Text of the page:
Lawsuit over Chick-fil-A removal at San Antonio airport tossed by state appeals court

Judge: Appellees wanted to 'undo and invalidate a contract previously approved '

Chick-fil-A. (Alex Wong/Getty Images))

A state appeals court has rejected a conservative group’s lawsuit over the city’s decision to remove Chick-fil-A from the San Antonio International Airport due to its stance on the LBGTQ community.

The group filed the lawsuit days after the “Save Chick-fil-A” law, which prevents local governments from retaliating against a business for their donations to or affiliations with a religious organization, took effect in September.

The group alleged the city’s “continued exclusion of Chick-fil-A” was a violation of the statute, according to the ruling from the Fourth Court of Appeals.

Gov. Greg Abbott signed the bill in July — surrounded by Chick-fil-A cups and bags — but it did not take effect until Sept. 1. It was in response to a new San Antonio contract with a concessionaire that excluded Chick-fil-A.

Agreement reached to provide records related to city’s decision to ban Chick-fil-A at airport

Five conservatives filed the lawsuit days after the law took effect, the ruling states.

The court ruled that because the law is not retroactive, the dispute centers on any violations that occurred on or after Sept. 1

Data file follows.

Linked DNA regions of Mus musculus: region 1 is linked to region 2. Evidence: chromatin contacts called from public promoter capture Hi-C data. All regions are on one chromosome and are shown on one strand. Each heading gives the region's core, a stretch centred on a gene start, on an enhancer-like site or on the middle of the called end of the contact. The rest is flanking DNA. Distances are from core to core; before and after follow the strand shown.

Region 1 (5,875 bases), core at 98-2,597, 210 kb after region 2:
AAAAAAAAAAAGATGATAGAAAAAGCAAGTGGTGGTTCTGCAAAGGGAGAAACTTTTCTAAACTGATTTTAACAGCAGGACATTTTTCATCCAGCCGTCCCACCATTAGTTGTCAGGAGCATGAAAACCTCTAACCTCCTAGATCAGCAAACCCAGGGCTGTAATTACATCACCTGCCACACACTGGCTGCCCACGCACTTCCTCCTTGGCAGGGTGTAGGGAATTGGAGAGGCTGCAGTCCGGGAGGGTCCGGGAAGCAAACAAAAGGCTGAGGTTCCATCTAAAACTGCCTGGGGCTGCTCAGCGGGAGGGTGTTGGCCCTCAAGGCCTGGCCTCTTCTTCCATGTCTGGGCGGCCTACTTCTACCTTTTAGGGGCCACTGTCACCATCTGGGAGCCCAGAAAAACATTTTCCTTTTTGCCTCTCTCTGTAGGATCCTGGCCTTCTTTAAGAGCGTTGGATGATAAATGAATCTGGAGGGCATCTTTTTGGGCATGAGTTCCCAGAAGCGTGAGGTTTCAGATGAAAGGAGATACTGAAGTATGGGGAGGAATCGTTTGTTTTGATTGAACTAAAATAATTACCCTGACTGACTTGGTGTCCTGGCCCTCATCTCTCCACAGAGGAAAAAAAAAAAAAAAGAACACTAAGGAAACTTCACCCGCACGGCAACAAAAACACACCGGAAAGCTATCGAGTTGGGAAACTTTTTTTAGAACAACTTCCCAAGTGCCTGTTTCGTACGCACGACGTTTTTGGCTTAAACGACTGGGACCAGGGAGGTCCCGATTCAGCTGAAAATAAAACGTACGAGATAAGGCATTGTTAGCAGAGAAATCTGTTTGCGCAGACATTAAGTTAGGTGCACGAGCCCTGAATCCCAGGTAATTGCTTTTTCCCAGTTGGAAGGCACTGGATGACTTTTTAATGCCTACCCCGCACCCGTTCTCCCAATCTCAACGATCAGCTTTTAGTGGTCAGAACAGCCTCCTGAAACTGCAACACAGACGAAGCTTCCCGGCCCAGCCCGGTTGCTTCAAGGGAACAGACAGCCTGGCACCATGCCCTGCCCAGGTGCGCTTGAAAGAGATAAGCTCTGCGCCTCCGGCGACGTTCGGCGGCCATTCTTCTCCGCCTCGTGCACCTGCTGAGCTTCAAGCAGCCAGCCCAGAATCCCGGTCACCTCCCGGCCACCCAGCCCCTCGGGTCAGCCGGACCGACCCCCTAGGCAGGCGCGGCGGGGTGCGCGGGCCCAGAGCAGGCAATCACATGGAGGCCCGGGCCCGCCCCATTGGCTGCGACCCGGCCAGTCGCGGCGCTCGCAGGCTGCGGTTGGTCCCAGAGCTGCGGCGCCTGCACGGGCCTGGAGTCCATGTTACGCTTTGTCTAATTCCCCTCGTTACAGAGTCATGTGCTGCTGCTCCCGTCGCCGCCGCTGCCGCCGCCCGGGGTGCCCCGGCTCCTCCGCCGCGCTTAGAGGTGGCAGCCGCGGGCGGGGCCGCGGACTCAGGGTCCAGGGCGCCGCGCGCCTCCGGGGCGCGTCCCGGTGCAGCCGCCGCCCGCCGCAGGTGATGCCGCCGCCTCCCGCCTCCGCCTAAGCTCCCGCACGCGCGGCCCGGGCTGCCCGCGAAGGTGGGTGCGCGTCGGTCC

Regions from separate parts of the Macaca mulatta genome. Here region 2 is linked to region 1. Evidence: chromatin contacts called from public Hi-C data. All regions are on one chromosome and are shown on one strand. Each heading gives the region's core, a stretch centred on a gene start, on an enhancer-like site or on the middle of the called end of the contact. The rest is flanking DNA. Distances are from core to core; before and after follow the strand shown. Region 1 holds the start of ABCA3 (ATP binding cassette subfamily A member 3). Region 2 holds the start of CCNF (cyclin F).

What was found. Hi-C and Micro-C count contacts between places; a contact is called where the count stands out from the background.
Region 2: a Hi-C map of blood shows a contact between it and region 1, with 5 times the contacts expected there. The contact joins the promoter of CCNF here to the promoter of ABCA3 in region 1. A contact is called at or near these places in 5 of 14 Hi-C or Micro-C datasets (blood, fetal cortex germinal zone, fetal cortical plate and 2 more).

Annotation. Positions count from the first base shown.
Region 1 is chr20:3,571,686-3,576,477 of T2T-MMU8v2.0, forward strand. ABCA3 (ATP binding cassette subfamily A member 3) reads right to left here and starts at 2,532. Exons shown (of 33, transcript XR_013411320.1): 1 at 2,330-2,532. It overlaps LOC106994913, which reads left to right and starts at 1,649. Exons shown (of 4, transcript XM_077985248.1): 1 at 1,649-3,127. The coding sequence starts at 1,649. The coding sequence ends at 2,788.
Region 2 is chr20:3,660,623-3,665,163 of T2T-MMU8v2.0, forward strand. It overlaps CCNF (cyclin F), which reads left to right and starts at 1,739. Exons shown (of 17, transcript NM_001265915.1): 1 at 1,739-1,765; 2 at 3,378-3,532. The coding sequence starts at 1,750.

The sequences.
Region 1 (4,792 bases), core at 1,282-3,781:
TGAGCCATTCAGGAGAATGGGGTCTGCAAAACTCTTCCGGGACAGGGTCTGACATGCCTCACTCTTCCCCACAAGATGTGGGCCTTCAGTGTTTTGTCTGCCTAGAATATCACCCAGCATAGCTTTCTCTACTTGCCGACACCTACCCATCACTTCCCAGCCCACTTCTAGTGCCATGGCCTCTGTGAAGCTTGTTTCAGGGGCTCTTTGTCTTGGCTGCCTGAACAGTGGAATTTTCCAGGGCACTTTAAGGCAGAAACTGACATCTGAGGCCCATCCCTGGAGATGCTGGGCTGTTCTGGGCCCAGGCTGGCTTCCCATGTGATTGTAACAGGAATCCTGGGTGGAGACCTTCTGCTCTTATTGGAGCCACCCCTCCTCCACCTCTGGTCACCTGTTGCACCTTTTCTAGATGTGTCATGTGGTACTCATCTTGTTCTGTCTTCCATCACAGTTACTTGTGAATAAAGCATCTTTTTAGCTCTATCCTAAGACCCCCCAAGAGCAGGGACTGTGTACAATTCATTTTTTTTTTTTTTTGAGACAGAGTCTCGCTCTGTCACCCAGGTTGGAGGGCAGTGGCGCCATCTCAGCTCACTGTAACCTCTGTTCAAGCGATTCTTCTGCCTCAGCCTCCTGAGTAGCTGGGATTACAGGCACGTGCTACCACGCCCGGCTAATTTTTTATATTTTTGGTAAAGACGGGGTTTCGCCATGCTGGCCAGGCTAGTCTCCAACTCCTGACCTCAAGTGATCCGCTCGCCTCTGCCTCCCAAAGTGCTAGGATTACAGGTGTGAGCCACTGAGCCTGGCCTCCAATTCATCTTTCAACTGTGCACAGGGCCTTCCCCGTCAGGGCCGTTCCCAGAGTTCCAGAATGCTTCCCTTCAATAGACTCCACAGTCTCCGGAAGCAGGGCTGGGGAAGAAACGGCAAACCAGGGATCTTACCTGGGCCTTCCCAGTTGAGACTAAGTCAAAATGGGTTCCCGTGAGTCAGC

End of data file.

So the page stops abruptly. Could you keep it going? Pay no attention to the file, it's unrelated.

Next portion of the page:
The group wanted to “to undo and invalidate a contract previously approved by the city council, compel the City to re-open the contract approval process, and require the City to re-award the contract to a subcontractor that will operate a Chick-fil-A restaurant in the airport,” Chief Justice Sandee Bryan Marion wrote.

City Council approved a new, seven-year contract with an Atlanta-based Paradies Lagardère in March 2019.

City Council’s vote to exclude Chick-Fil-A at San Antonio’s airport draws applause, criticism

That contract excluded Chick-fil-A, but brought in locally branded concepts like Boss Bagel, Local Coffee and Smoke Shack.

District 1 Councilman Roberto Trevino made the motion, citing Chick-fil-A’s “legacy of anti-LGBTQ behavior,” he said at the time.

The decision brought heat both at City Hall and at the state level.

Then-councilman Greg Brockhouse called for a re-vote the following month, but the council voted against the motion 6-5.

Texas Attorney General Ken Paxton demanded records relating to the vote, saying the exclusion of a business based on its religious beliefs “demonstrates a total disregard for Texas law and the First Amendment protections in our Constitution.”

About the Author:

Rebecca Salinas joined KSAT in the fall of 2019. Her skills include content management, engagement and reporting.